The annual conference of the North American Maritime Ministry Association (NAMMA), held in Montreal, Quebec, from Sept. 29 to Oct. 2, focused on the care of seafarers and their families. It is a subject that concerned the record-breaking conference attendance, as there have been and seemingly will continue to be profound changes in the world economy, the shipping world and communication technology. The maritime industry as a whole knows that improving the quality of life of a seafarer—especially access to the Internet—will be a determining factor in finding tomorrow’s seafarers.
Our focus on seafarers’ care let us contribute to those larger discussions. The seafaring life is integral to our modern economies and way of life, and the members of NAMMA seek to achieve two goals: to help seafarers retain the great honor of their profession, and to alleviate some of the effects of stress, loneliness and distance from family.
NAMMA counts among its members more than 50 seafarers’ centers across North America; in turn, those centers form part of a wider network of almost 450 seafarers’ centers around the world. Each NAMMA member center provides transportation, communication services and a friendly welcome for visiting seafarers in port. NAMMA’s coordinating assistance is crucial because each of these centers is its own nonprofit organization, and each center seeks advice on professional development, volunteer recruitment or raising support necessary to do the work of tending to seafarers’ needs. Members of the association find that reaching these goals is vastly more efficient when approached collaboratively, in partnership with each other and with NAMMA’s central leadership.
NAMMA was founded in 1932 and played a key role in founding a global seafarers’ welfare network, the International Christian Maritime Association, in 1969. Several of the organizations that belong to ICMA are substantially older than NAMMA. Indeed, some of the first seafarers’ welfare organizations were founded by various faith groups in the 19th century. They and others were concerned with the challenges sailors faced when returning to port or in between ship.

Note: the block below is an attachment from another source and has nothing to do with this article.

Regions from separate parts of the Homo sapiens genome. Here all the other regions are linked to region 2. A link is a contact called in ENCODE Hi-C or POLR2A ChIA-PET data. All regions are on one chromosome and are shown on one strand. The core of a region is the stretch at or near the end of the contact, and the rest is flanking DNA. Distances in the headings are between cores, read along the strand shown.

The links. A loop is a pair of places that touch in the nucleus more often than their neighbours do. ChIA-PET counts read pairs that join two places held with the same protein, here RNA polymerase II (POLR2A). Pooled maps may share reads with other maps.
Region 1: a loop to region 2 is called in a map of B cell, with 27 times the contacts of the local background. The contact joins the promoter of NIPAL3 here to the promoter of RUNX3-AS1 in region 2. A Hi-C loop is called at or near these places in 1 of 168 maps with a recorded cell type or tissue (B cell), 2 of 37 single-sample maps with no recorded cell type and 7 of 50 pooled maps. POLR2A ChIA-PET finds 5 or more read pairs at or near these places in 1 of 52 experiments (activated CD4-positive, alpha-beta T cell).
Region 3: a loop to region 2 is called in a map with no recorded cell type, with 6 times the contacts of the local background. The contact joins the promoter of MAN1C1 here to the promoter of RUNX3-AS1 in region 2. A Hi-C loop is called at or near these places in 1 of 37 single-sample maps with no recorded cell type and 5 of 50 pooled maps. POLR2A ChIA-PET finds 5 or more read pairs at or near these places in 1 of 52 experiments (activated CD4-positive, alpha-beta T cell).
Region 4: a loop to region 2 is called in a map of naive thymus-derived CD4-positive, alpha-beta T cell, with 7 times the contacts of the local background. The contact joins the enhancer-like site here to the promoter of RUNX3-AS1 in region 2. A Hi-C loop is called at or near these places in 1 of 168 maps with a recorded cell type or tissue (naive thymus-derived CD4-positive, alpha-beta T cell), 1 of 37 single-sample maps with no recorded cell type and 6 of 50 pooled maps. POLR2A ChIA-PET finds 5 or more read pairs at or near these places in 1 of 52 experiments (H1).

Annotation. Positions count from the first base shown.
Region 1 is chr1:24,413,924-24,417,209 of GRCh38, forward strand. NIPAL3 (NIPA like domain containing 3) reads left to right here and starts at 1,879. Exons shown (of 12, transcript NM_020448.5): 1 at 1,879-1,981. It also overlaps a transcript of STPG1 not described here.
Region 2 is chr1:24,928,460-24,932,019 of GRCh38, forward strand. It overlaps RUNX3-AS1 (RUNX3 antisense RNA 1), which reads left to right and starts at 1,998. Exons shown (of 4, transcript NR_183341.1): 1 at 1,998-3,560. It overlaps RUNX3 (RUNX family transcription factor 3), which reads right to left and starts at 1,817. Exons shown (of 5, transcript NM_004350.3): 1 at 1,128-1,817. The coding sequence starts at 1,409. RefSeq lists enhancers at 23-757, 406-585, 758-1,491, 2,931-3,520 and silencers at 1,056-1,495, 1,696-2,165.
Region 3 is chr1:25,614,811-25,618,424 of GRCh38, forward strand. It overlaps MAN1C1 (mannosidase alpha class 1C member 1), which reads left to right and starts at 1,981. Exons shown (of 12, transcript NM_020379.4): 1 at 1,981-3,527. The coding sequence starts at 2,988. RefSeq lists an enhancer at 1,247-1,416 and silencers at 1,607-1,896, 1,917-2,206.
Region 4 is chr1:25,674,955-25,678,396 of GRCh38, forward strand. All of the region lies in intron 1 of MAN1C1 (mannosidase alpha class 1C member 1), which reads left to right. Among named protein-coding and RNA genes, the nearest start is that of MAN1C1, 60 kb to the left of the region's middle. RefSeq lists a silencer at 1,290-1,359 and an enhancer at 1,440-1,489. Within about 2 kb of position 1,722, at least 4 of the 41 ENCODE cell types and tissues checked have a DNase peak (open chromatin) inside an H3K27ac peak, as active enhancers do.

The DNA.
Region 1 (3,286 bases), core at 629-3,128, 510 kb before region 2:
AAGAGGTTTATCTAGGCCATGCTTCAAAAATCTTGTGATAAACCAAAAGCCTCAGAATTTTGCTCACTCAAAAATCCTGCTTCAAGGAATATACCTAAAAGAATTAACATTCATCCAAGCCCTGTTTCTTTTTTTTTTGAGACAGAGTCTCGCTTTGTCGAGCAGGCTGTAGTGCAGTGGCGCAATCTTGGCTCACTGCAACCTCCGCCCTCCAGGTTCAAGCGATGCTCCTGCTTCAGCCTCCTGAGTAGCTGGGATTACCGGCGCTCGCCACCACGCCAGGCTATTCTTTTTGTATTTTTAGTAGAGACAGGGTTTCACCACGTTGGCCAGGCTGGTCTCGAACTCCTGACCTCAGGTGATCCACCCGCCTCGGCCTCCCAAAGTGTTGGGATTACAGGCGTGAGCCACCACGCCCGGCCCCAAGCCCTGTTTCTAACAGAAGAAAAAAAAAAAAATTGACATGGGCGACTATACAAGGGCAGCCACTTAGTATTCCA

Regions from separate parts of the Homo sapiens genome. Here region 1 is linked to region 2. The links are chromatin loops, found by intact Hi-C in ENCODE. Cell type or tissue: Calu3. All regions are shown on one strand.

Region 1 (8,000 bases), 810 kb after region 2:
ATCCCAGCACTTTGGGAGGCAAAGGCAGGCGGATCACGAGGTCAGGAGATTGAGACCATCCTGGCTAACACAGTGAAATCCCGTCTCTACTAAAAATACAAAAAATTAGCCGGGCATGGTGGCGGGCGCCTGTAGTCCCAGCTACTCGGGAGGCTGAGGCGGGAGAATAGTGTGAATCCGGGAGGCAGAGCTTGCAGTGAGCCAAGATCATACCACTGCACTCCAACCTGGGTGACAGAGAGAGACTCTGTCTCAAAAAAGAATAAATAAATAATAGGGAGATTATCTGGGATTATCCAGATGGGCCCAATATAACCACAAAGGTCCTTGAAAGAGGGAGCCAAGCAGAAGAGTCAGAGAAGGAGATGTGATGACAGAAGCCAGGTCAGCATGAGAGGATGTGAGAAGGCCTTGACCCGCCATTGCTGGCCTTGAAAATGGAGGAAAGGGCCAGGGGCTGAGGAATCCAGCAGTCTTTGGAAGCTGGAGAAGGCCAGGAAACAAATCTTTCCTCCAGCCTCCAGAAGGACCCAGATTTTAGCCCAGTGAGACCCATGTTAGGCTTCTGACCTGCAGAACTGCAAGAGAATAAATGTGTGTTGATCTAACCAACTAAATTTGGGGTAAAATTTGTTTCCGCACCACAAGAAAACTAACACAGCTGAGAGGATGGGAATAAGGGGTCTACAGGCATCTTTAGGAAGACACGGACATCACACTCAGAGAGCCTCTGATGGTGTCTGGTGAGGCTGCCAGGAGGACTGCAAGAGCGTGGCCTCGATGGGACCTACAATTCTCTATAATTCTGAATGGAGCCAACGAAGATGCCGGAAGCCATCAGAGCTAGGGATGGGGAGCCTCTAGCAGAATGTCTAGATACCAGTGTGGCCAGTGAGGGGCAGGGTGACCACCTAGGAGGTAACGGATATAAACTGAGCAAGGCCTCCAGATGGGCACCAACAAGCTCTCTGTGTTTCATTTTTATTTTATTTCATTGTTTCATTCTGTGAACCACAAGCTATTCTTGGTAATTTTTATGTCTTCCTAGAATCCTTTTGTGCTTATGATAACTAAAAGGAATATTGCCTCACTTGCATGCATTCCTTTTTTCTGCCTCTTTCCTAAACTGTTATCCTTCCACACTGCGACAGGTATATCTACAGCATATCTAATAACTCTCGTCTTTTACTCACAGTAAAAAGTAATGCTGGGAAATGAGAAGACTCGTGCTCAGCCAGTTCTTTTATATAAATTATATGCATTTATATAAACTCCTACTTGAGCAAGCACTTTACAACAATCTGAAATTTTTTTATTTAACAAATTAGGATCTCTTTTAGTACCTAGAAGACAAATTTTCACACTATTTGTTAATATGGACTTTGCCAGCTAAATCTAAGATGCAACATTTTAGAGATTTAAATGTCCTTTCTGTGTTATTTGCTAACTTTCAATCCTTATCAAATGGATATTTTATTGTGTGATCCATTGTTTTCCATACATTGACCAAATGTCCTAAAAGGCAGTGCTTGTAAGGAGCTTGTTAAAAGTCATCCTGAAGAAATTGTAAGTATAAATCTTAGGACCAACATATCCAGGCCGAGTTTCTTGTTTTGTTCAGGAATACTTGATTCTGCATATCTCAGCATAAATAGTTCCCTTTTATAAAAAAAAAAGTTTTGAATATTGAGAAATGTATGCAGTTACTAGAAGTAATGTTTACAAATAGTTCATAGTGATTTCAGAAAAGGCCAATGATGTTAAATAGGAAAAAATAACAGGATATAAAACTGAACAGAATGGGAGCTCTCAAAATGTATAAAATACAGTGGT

Real Help for Real Need
Life as a mariner was often difficult, made worse by the plague of “crimpers;” those dedicated to separating sailors from their money as quickly as possible, in many ports. Into the later 19th and throughout the 20th centuries, many of these welfare organizations were the first, and often only, line of defense for sailors in trouble. Many offered a clean, cheap, and safe place to stay in port and a staff that would make them feel at home.
After World War II, the needs of seafarers in port changed drastically. The request for seafarers’ hotels was diminished. As seafarers’ unions became more organized and international maritime regulations stronger, the centers that comprise NAMMA became one part of a larger network to effectively protect and support seafarers. Greater stability and stronger labor protections in this period meant that seafarers’ centers became a place to relax for a few hours and phone home, leading to such “seamen’s clubs,” as they were popularly known, to spring up in many places. Longstanding seafarers’ centers often were remodeled to include a games room, a place to call home and somewhere to enjoy snacks and refreshments.